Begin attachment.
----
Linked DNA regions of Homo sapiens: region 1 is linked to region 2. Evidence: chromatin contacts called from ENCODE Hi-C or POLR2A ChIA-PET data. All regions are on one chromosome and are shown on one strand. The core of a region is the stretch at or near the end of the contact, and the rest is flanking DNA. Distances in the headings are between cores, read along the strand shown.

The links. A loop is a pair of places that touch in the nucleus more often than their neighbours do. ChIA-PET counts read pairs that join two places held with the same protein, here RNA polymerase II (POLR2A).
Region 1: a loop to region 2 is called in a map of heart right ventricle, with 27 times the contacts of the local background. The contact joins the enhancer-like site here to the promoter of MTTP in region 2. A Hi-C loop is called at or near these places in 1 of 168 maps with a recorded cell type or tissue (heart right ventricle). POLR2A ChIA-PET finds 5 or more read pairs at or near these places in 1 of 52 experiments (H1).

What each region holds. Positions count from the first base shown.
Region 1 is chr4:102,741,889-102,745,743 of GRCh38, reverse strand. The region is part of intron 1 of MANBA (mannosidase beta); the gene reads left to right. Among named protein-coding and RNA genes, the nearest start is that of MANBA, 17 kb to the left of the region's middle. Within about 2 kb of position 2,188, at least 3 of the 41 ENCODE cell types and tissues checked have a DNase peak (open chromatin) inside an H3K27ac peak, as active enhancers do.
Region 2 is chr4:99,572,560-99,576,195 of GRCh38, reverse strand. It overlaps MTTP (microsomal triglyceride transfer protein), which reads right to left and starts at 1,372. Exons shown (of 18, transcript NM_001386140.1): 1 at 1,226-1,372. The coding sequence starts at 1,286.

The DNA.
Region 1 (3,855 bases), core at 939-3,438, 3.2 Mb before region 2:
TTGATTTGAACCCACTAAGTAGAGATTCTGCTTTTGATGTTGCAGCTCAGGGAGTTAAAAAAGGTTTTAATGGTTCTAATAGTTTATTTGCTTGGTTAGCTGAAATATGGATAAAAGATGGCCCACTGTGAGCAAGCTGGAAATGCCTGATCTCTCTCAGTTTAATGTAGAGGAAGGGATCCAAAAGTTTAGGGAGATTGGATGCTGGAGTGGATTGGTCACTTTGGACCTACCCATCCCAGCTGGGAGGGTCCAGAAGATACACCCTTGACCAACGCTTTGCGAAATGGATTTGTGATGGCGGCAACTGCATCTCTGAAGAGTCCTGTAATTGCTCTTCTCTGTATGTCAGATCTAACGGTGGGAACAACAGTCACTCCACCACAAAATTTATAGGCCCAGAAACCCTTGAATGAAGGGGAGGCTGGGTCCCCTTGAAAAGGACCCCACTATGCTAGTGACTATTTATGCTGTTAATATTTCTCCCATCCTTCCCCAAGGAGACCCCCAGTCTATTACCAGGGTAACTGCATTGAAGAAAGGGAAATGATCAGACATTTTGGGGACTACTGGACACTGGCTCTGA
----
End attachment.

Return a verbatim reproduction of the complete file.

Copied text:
Linked DNA regions of Homo sapiens: region 1 is linked to region 2. Evidence: chromatin contacts called from ENCODE Hi-C or POLR2A ChIA-PET data. All regions are on one chromosome and are shown on one strand. The core of a region is the stretch at or near the end of the contact, and the rest is flanking DNA. Distances in the headings are between cores, read along the strand shown.

The links. A loop is a pair of places that touch in the nucleus more often than their neighbours do. ChIA-PET counts read pairs that join two places held with the same protein, here RNA polymerase II (POLR2A).
Region 1: a loop to region 2 is called in a map of heart right ventricle, with 27 times the contacts of the local background. The contact joins the enhancer-like site here to the promoter of MTTP in region 2. A Hi-C loop is called at or near these places in 1 of 168 maps with a recorded cell type or tissue (heart right ventricle). POLR2A ChIA-PET finds 5 or more read pairs at or near these places in 1 of 52 experiments (H1).

What each region holds. Positions count from the first base shown.
Region 1 is chr4:102,741,889-102,745,743 of GRCh38, reverse strand. The region is part of intron 1 of MANBA (mannosidase beta); the gene reads left to right. Among named protein-coding and RNA genes, the nearest start is that of MANBA, 17 kb to the left of the region's middle. Within about 2 kb of position 2,188, at least 3 of the 41 ENCODE cell types and tissues checked have a DNase peak (open chromatin) inside an H3K27ac peak, as active enhancers do.
Region 2 is chr4:99,572,560-99,576,195 of GRCh38, reverse strand. It overlaps MTTP (microsomal triglyceride transfer protein), which reads right to left and starts at 1,372. Exons shown (of 18, transcript NM_001386140.1): 1 at 1,226-1,372. The coding sequence starts at 1,286.

The DNA.
Region 1 (3,855 bases), core at 939-3,438, 3.2 Mb before region 2:
TTGATTTGAACCCACTAAGTAGAGATTCTGCTTTTGATGTTGCAGCTCAGGGAGTTAAAAAAGGTTTTAATGGTTCTAATAGTTTATTTGCTTGGTTAGCTGAAATATGGATAAAAGATGGCCCACTGTGAGCAAGCTGGAAATGCCTGATCTCTCTCAGTTTAATGTAGAGGAAGGGATCCAAAAGTTTAGGGAGATTGGATGCTGGAGTGGATTGGTCACTTTGGACCTACCCATCCCAGCTGGGAGGGTCCAGAAGATACACCCTTGACCAACGCTTTGCGAAATGGATTTGTGATGGCGGCAACTGCATCTCTGAAGAGTCCTGTAATTGCTCTTCTCTGTATGTCAGATCTAACGGTGGGAACAACAGTCACTCCACCACAAAATTTATAGGCCCAGAAACCCTTGAATGAAGGGGAGGCTGGGTCCCCTTGAAAAGGACCCCACTATGCTAGTGACTATTTATGCTGTTAATATTTCTCCCATCCTTCCCCAAGGAGACCCCCAGTCTATTACCAGGGTAACTGCATTGAAGAAAGGGAAATGATCAGACATTTTGGGGACTACTGGACACTGGCTCTGA